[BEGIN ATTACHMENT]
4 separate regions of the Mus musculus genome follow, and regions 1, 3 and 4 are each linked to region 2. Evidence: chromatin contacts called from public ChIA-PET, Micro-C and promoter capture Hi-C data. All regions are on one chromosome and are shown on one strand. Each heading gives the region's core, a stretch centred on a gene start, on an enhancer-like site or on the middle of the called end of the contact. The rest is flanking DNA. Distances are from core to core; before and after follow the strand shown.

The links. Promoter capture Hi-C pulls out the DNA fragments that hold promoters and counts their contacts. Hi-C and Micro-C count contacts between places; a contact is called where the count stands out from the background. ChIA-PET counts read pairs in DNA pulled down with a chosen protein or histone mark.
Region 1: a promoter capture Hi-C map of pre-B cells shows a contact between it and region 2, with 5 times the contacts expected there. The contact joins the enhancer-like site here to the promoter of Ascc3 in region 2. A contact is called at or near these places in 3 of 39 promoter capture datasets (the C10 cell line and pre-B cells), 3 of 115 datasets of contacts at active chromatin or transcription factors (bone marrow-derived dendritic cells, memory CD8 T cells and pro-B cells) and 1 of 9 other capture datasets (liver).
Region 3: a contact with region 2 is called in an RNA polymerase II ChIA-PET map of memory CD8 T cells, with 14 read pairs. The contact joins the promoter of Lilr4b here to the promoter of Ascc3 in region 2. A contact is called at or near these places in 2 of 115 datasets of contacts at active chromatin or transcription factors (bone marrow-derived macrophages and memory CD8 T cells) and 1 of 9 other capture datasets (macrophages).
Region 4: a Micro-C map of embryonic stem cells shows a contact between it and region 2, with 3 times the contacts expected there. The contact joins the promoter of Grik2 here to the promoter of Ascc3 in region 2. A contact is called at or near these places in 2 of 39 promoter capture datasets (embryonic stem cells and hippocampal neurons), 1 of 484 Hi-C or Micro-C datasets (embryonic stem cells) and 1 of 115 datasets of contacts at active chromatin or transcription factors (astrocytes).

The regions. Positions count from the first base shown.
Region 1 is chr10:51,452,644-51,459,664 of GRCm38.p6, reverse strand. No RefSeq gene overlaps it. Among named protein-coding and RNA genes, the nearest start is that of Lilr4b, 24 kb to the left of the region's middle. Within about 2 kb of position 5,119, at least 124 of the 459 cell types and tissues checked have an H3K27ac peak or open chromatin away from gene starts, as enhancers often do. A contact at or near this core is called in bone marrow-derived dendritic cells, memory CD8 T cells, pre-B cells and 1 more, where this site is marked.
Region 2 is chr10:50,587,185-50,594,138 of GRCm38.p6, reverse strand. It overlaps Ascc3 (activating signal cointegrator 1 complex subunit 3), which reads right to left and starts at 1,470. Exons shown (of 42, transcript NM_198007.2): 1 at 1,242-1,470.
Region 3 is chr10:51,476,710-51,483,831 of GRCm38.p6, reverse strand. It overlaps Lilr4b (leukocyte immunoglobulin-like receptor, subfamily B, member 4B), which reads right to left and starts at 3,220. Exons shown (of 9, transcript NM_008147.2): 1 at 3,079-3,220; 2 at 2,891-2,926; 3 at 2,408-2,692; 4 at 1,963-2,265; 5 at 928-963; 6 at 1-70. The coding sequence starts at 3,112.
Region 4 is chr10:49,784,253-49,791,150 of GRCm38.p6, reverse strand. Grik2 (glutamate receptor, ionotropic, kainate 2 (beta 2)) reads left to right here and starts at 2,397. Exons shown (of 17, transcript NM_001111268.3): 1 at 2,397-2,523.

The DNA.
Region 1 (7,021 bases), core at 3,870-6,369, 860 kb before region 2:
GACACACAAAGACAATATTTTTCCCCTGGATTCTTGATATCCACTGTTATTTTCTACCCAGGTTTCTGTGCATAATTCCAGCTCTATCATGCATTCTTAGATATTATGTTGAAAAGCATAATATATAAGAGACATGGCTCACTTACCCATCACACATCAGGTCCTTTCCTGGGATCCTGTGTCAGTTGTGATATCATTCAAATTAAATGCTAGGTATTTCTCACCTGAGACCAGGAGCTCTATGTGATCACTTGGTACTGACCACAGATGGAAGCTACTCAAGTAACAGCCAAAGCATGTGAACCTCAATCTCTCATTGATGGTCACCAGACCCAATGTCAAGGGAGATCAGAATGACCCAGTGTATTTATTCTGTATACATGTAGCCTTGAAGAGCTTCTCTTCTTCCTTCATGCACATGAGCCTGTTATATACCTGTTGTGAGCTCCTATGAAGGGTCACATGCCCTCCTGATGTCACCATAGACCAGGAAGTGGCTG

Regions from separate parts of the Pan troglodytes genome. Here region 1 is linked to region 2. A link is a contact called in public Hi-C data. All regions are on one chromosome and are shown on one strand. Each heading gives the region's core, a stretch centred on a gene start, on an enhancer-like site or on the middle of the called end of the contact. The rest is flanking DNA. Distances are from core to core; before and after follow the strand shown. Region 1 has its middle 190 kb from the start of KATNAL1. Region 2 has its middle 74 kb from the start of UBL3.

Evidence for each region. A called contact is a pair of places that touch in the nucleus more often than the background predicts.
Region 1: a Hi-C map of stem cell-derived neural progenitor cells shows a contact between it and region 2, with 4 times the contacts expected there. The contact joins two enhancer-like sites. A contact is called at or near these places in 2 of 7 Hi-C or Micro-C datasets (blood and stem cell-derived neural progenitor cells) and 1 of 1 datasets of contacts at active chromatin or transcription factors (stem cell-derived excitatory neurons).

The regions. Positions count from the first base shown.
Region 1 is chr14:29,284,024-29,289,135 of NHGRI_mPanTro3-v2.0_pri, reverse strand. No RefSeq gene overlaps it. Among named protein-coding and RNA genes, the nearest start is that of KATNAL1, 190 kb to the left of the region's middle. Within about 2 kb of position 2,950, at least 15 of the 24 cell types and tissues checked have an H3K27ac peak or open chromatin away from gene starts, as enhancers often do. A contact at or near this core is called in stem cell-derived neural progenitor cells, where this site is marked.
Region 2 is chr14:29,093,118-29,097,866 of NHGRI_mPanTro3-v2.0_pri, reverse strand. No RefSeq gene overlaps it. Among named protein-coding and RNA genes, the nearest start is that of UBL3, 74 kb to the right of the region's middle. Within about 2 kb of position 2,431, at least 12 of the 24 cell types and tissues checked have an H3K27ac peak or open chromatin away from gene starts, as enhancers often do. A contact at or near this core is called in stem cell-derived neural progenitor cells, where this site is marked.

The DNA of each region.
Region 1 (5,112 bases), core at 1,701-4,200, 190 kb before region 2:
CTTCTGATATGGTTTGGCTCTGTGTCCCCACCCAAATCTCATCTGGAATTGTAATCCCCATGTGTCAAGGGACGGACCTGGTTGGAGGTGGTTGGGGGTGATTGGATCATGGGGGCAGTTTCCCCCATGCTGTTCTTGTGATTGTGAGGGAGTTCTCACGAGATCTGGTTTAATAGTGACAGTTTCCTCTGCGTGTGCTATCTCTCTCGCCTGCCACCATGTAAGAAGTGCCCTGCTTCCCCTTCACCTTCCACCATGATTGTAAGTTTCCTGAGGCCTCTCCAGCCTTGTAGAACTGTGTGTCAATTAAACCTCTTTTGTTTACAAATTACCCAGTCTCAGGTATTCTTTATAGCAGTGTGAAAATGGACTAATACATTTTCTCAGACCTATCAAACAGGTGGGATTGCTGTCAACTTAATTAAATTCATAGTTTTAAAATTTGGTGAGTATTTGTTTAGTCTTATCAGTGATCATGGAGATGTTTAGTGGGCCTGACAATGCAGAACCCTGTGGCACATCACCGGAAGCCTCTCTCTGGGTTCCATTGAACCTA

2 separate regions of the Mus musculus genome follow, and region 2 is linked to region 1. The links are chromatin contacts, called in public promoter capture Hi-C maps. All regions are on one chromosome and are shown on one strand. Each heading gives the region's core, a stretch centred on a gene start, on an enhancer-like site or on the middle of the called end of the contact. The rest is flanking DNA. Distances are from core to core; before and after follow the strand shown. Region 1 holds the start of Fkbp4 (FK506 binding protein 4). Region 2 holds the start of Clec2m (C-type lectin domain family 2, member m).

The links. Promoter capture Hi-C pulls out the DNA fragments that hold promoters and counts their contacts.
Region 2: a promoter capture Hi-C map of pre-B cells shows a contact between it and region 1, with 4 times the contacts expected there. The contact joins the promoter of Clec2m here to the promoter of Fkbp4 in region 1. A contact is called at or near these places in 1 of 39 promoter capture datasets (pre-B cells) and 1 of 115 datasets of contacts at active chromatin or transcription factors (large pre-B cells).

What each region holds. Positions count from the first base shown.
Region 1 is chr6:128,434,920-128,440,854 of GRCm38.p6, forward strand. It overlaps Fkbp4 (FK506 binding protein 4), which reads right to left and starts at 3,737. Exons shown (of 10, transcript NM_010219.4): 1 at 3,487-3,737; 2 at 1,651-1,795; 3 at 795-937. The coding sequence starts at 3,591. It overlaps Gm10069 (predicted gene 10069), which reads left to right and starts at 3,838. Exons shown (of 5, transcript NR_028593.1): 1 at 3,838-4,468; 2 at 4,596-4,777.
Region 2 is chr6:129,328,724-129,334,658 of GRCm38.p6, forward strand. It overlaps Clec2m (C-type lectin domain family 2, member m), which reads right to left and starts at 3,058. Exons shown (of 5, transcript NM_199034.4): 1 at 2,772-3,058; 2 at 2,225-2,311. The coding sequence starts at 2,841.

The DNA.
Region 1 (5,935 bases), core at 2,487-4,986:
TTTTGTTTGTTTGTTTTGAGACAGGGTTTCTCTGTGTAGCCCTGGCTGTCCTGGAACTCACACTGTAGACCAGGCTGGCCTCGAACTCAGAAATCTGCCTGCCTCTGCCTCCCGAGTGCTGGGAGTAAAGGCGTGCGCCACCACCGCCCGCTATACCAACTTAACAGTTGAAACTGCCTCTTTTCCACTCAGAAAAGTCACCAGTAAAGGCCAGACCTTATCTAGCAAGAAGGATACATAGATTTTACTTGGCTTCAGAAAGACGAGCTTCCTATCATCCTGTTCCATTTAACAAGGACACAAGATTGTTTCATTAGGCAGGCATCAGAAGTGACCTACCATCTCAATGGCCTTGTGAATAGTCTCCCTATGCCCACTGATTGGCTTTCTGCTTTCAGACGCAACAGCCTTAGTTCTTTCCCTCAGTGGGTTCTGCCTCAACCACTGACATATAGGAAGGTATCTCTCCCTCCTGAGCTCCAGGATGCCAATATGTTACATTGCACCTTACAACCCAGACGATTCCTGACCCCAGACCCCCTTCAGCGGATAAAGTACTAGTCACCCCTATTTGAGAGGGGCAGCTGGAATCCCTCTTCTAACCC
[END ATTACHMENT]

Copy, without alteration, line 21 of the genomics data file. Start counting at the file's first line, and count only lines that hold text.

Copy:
Region 1 (5,112 bases), core at 1,701-4,200, 190 kb before region 2: